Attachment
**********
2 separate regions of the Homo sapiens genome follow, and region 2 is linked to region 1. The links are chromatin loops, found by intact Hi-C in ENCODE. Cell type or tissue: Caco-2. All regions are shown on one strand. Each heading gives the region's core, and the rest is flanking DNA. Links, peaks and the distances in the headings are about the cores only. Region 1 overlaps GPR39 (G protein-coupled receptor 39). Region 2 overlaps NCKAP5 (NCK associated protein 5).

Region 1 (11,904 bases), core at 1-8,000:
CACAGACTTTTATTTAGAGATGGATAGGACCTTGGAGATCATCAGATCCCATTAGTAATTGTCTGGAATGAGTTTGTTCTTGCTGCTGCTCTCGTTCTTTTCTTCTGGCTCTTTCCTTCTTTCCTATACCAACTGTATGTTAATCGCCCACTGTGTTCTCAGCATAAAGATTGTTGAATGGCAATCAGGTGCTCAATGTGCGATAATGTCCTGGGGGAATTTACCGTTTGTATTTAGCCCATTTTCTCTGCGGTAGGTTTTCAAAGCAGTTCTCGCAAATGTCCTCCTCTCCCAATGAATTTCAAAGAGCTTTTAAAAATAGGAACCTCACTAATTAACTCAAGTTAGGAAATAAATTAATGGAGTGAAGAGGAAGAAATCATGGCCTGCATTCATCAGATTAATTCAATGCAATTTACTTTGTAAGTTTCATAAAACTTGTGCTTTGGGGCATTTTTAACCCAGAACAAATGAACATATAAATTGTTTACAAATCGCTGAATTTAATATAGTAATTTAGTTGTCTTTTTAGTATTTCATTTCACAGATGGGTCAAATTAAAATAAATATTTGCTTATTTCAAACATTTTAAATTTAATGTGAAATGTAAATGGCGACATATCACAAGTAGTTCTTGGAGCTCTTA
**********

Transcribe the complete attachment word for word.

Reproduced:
2 separate regions of the Homo sapiens genome follow, and region 2 is linked to region 1. The links are chromatin loops, found by intact Hi-C in ENCODE. Cell type or tissue: Caco-2. All regions are shown on one strand. Each heading gives the region's core, and the rest is flanking DNA. Links, peaks and the distances in the headings are about the cores only. Region 1 overlaps GPR39 (G protein-coupled receptor 39). Region 2 overlaps NCKAP5 (NCK associated protein 5).

Region 1 (11,904 bases), core at 1-8,000:
CACAGACTTTTATTTAGAGATGGATAGGACCTTGGAGATCATCAGATCCCATTAGTAATTGTCTGGAATGAGTTTGTTCTTGCTGCTGCTCTCGTTCTTTTCTTCTGGCTCTTTCCTTCTTTCCTATACCAACTGTATGTTAATCGCCCACTGTGTTCTCAGCATAAAGATTGTTGAATGGCAATCAGGTGCTCAATGTGCGATAATGTCCTGGGGGAATTTACCGTTTGTATTTAGCCCATTTTCTCTGCGGTAGGTTTTCAAAGCAGTTCTCGCAAATGTCCTCCTCTCCCAATGAATTTCAAAGAGCTTTTAAAAATAGGAACCTCACTAATTAACTCAAGTTAGGAAATAAATTAATGGAGTGAAGAGGAAGAAATCATGGCCTGCATTCATCAGATTAATTCAATGCAATTTACTTTGTAAGTTTCATAAAACTTGTGCTTTGGGGCATTTTTAACCCAGAACAAATGAACATATAAATTGTTTACAAATCGCTGAATTTAATATAGTAATTTAGTTGTCTTTTTAGTATTTCATTTCACAGATGGGTCAAATTAAAATAAATATTTGCTTATTTCAAACATTTTAAATTTAATGTGAAATGTAAATGGCGACATATCACAAGTAGTTCTTGGAGCTCTTA